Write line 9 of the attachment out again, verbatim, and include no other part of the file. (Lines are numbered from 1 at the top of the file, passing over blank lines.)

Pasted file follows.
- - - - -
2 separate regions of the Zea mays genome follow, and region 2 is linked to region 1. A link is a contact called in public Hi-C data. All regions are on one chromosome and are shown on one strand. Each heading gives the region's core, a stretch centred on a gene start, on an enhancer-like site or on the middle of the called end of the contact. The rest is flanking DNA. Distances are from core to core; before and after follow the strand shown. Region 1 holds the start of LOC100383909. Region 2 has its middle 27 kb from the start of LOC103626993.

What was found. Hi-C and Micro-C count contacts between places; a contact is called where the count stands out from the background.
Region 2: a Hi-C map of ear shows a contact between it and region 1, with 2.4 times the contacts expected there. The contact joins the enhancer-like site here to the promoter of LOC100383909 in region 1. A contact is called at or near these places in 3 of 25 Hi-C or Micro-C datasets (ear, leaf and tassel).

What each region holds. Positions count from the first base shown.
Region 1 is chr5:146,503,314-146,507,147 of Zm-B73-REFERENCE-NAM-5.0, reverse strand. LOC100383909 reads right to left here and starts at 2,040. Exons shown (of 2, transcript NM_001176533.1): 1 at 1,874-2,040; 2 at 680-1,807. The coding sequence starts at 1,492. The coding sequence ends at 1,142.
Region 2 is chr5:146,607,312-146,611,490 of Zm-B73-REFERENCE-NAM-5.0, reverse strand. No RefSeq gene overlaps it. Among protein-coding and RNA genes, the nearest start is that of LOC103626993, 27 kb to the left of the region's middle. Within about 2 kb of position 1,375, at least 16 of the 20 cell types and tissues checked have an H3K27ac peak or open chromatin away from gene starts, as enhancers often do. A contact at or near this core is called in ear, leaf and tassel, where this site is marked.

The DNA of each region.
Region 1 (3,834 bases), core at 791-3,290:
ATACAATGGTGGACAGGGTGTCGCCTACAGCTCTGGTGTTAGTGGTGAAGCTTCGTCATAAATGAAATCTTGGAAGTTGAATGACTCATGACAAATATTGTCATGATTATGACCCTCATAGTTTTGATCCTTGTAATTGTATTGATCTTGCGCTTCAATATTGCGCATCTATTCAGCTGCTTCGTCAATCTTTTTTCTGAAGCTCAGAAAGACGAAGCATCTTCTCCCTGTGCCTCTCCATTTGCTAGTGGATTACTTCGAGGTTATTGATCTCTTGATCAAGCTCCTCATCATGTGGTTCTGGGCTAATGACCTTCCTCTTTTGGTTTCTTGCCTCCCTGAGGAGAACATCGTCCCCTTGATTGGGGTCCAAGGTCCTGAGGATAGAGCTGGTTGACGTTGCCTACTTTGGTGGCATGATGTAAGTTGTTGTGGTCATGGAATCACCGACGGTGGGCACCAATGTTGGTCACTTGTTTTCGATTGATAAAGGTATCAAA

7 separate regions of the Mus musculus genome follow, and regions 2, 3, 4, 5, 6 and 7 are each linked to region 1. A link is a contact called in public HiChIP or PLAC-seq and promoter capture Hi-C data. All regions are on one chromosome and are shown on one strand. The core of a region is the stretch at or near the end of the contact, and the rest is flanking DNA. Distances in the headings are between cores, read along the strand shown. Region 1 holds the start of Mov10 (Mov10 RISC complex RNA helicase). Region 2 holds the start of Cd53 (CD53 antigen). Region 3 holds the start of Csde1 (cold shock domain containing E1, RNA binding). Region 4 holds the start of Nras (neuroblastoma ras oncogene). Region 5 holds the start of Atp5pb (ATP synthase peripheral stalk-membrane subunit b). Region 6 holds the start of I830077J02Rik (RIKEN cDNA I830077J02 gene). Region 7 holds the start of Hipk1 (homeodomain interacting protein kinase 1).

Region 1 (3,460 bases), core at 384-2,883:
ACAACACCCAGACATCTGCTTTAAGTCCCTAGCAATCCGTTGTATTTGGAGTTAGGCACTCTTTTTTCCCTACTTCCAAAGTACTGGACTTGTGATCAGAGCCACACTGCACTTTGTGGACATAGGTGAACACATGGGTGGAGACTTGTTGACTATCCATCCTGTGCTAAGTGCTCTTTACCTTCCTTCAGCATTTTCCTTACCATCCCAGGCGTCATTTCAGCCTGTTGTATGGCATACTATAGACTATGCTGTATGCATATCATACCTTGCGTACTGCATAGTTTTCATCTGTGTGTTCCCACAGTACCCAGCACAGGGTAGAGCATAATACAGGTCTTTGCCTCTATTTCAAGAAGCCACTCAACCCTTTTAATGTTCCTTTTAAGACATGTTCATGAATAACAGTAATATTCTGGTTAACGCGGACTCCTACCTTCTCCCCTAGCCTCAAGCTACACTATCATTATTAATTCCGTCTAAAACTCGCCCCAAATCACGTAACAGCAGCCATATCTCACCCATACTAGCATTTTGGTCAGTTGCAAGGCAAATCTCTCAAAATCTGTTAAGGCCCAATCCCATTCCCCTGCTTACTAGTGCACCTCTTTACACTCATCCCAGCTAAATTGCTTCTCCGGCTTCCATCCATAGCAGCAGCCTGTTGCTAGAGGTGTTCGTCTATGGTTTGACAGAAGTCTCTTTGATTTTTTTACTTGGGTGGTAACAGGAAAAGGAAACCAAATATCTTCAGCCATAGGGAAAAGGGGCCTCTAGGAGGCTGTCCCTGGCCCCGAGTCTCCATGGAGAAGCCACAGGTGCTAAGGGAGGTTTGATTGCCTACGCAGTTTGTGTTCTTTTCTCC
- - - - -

ATACAATGGTGGACAGGGTGTCGCCTACAGCTCTGGTGTTAGTGGTGAAGCTTCGTCATAAATGAAATCTTGGAAGTTGAATGACTCATGACAAATATTGTCATGATTATGACCCTCATAGTTTTGATCCTTGTAATTGTATTGATCTTGCGCTTCAATATTGCGCATCTATTCAGCTGCTTCGTCAATCTTTTTTCTGAAGCTCAGAAAGACGAAGCATCTTCTCCCTGTGCCTCTCCATTTGCTAGTGGATTACTTCGAGGTTATTGATCTCTTGATCAAGCTCCTCATCATGTGGTTCTGGGCTAATGACCTTCCTCTTTTGGTTTCTTGCCTCCCTGAGGAGAACATCGTCCCCTTGATTGGGGTCCAAGGTCCTGAGGATAGAGCTGGTTGACGTTGCCTACTTTGGTGGCATGATGTAAGTTGTTGTGGTCATGGAATCACCGACGGTGGGCACCAATGTTGGTCACTTGTTTTCGATTGATAAAGGTATCAAA